From Canadian Press:
"A Woman Among Warlords: The Extraordinary Story of an Afghan Who Dared to Raise Her Voice" by Malalai Joya with Derrick O'Keefe (Scribner)
At 31, Malalai Joya has a long and courageous record of fighting for women's rights in Afghanistan. Now she is focusing on war lords, drug lords and corruption and the leaders she sees as supporting them.
Joya is an energetic political warrior. Born just before the Soviet invasion, she spent much of her childhood in foreign refugee camps where the family fled because of her father's political activity.
Her own dissident career began as a teenager secretly teaching women to read. That was a subversive activity when the Taliban temporarily ruled Afghanistan. The Taliban are extremist Muslims and narrowly restrict education of women.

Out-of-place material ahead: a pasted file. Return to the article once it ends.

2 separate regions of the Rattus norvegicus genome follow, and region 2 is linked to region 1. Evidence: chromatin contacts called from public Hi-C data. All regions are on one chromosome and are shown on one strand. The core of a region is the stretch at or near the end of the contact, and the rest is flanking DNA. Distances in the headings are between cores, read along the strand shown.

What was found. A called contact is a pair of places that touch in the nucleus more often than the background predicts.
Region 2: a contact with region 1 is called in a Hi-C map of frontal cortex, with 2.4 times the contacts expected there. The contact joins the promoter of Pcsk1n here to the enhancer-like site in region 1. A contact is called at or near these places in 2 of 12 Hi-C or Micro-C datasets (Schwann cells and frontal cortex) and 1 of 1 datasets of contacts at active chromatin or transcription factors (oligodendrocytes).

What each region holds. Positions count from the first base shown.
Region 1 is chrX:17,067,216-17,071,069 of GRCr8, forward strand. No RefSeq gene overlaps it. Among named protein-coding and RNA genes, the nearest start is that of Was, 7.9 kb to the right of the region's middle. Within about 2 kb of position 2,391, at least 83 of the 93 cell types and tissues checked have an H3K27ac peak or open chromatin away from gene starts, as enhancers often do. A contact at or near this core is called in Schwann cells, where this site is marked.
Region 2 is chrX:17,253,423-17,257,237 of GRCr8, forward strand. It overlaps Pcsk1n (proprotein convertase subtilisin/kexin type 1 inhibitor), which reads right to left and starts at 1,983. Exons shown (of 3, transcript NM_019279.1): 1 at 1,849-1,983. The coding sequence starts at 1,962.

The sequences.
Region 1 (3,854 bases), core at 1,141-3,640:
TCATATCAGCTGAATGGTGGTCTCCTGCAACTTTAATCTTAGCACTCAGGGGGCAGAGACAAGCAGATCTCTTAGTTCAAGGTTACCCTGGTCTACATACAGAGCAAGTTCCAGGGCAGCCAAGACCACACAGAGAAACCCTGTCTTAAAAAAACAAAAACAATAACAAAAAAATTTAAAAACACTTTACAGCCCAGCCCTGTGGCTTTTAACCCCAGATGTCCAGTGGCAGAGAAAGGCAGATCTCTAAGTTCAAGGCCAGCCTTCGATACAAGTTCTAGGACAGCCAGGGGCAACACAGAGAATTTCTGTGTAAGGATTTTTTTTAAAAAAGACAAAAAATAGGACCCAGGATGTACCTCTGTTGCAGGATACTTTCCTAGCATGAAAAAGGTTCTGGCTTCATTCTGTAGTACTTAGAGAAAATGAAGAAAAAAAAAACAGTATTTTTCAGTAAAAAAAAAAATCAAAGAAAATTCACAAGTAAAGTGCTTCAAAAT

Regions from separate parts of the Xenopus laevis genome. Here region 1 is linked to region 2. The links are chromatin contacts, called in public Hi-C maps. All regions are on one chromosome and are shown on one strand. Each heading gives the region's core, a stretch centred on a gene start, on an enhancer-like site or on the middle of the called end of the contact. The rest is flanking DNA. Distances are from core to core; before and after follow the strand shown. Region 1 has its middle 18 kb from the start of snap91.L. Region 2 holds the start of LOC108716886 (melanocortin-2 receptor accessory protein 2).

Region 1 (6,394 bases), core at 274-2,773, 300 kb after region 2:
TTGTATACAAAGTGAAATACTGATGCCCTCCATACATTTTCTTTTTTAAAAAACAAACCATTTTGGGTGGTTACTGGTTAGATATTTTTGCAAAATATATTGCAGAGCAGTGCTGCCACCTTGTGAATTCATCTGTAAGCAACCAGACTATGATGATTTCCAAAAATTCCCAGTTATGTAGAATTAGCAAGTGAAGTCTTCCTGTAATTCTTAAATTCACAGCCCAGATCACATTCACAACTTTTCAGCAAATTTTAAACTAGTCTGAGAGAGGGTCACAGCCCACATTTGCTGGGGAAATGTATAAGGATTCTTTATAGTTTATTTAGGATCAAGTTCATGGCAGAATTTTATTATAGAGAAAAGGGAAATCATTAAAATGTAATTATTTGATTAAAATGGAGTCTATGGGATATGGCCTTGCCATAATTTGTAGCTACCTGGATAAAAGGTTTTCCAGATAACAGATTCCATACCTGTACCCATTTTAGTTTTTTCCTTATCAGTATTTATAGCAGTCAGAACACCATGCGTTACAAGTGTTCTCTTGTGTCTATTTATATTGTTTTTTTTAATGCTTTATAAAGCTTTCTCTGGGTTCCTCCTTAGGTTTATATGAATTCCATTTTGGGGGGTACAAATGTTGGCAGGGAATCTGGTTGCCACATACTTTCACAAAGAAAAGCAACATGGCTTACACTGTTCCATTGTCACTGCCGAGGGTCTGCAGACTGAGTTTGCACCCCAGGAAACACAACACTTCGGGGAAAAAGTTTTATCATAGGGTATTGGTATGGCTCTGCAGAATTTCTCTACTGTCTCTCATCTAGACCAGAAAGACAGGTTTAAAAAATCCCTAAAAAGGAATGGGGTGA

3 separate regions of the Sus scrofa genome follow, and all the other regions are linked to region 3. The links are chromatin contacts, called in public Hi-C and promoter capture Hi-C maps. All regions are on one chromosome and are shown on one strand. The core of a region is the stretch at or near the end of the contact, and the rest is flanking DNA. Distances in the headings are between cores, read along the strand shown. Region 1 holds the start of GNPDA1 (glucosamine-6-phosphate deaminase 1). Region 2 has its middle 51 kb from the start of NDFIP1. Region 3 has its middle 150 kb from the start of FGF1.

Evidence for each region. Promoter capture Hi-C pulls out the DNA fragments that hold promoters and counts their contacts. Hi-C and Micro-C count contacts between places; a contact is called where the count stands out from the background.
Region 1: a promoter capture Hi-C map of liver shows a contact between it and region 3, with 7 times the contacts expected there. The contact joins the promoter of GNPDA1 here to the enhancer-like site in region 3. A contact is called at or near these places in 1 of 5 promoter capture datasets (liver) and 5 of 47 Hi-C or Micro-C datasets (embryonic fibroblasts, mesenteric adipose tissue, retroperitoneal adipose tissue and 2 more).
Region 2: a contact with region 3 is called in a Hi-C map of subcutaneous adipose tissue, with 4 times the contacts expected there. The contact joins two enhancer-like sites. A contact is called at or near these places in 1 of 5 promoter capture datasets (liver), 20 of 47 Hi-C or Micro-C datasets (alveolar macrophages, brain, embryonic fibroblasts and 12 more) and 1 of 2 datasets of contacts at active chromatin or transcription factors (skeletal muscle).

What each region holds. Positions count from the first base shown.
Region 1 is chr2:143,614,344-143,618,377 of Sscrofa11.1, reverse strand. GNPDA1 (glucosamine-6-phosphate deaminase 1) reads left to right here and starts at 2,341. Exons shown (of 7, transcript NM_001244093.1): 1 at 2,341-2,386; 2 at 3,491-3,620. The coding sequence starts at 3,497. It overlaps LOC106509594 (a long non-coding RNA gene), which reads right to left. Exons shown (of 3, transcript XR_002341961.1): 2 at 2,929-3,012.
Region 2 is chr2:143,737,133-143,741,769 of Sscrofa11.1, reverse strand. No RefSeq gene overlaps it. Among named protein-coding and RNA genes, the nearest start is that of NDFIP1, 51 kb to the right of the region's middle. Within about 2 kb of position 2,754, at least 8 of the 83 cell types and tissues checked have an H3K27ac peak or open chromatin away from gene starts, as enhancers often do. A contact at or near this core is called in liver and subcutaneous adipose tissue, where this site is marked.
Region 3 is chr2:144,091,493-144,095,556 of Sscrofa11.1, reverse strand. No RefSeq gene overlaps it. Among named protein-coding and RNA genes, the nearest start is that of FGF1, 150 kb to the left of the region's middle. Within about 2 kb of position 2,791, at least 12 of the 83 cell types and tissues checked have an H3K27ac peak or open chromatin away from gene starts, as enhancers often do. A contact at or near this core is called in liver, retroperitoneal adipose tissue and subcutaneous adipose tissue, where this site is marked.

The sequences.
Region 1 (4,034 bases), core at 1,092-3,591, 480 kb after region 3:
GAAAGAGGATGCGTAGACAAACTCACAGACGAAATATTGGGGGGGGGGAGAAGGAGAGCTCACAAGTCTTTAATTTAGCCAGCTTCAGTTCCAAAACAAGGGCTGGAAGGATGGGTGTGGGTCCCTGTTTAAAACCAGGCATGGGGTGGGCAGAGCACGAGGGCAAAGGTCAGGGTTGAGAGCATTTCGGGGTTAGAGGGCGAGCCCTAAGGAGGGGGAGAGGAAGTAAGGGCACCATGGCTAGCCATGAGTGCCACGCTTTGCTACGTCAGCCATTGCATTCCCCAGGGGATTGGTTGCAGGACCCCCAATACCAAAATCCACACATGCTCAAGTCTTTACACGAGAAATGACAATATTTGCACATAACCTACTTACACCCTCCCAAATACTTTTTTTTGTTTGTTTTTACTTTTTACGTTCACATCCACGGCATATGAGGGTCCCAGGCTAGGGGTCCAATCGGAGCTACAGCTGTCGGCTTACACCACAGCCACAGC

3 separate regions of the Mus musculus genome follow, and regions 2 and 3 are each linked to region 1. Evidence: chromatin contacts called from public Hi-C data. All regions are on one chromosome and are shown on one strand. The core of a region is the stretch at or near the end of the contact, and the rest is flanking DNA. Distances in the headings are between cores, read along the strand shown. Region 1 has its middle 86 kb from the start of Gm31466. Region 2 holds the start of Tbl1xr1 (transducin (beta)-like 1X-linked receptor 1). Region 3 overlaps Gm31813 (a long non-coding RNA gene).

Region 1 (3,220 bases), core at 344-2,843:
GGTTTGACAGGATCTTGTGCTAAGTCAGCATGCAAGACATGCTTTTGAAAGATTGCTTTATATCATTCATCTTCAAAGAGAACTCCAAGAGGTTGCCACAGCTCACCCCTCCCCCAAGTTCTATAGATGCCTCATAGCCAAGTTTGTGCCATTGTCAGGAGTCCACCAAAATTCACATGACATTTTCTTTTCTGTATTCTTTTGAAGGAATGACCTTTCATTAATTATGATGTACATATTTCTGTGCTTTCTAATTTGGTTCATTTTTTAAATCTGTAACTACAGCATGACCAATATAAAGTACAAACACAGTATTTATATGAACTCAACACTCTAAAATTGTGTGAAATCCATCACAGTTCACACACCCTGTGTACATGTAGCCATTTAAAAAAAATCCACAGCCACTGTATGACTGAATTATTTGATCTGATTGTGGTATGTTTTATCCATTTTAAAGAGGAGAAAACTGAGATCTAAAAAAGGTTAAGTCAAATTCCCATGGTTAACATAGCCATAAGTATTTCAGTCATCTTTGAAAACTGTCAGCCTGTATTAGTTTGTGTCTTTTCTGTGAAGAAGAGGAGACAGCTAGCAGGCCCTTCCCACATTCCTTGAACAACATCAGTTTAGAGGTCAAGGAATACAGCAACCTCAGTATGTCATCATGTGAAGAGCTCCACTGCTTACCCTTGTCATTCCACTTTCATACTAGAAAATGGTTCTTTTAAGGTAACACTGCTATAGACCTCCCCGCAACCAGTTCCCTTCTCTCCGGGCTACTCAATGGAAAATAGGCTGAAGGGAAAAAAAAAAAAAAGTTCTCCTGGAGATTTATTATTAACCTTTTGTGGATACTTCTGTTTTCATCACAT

Soon she was running her own clandestine girls' school. A burka - the tentlike garment the Taliban wanted all women to wear - proved useful to hide loads of books that might have aroused suspicion.
Elected to Parliament after the Taliban was defeated, Joya traded epithets with other members she calls drug lords, former puppets of the Soviets and war lords responsible for thousands of murders in the civil war.
They called her prostitute, infidel, traitor and communist. She compared them to animals in a zoo or a stable and was suspended during the rest of her term for insulting colleagues.